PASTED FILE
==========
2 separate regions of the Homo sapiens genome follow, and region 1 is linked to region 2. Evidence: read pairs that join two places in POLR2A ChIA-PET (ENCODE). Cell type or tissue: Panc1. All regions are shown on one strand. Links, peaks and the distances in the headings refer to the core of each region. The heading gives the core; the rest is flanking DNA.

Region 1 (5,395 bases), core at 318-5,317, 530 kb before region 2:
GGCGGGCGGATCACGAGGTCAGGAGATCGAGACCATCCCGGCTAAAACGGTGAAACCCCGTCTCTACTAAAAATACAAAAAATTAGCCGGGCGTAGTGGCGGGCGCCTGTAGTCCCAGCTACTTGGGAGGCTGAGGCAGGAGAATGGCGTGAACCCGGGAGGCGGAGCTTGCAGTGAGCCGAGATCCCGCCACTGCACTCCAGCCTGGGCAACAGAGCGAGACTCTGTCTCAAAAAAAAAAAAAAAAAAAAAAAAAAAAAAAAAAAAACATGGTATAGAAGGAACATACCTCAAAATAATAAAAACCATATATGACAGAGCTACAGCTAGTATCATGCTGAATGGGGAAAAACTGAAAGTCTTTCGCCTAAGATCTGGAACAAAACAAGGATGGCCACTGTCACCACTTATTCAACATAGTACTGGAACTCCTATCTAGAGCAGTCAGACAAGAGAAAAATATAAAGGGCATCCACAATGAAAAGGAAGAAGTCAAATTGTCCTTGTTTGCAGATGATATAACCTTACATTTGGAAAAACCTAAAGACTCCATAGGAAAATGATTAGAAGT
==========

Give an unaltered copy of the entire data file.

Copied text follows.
2 separate regions of the Homo sapiens genome follow, and region 1 is linked to region 2. Evidence: read pairs that join two places in POLR2A ChIA-PET (ENCODE). Cell type or tissue: Panc1. All regions are shown on one strand. Links, peaks and the distances in the headings refer to the core of each region. The heading gives the core; the rest is flanking DNA.

Region 1 (5,395 bases), core at 318-5,317, 530 kb before region 2:
GGCGGGCGGATCACGAGGTCAGGAGATCGAGACCATCCCGGCTAAAACGGTGAAACCCCGTCTCTACTAAAAATACAAAAAATTAGCCGGGCGTAGTGGCGGGCGCCTGTAGTCCCAGCTACTTGGGAGGCTGAGGCAGGAGAATGGCGTGAACCCGGGAGGCGGAGCTTGCAGTGAGCCGAGATCCCGCCACTGCACTCCAGCCTGGGCAACAGAGCGAGACTCTGTCTCAAAAAAAAAAAAAAAAAAAAAAAAAAAAAAAAAAAAACATGGTATAGAAGGAACATACCTCAAAATAATAAAAACCATATATGACAGAGCTACAGCTAGTATCATGCTGAATGGGGAAAAACTGAAAGTCTTTCGCCTAAGATCTGGAACAAAACAAGGATGGCCACTGTCACCACTTATTCAACATAGTACTGGAACTCCTATCTAGAGCAGTCAGACAAGAGAAAAATATAAAGGGCATCCACAATGAAAAGGAAGAAGTCAAATTGTCCTTGTTTGCAGATGATATAACCTTACATTTGGAAAAACCTAAAGACTCCATAGGAAAATGATTAGAAGT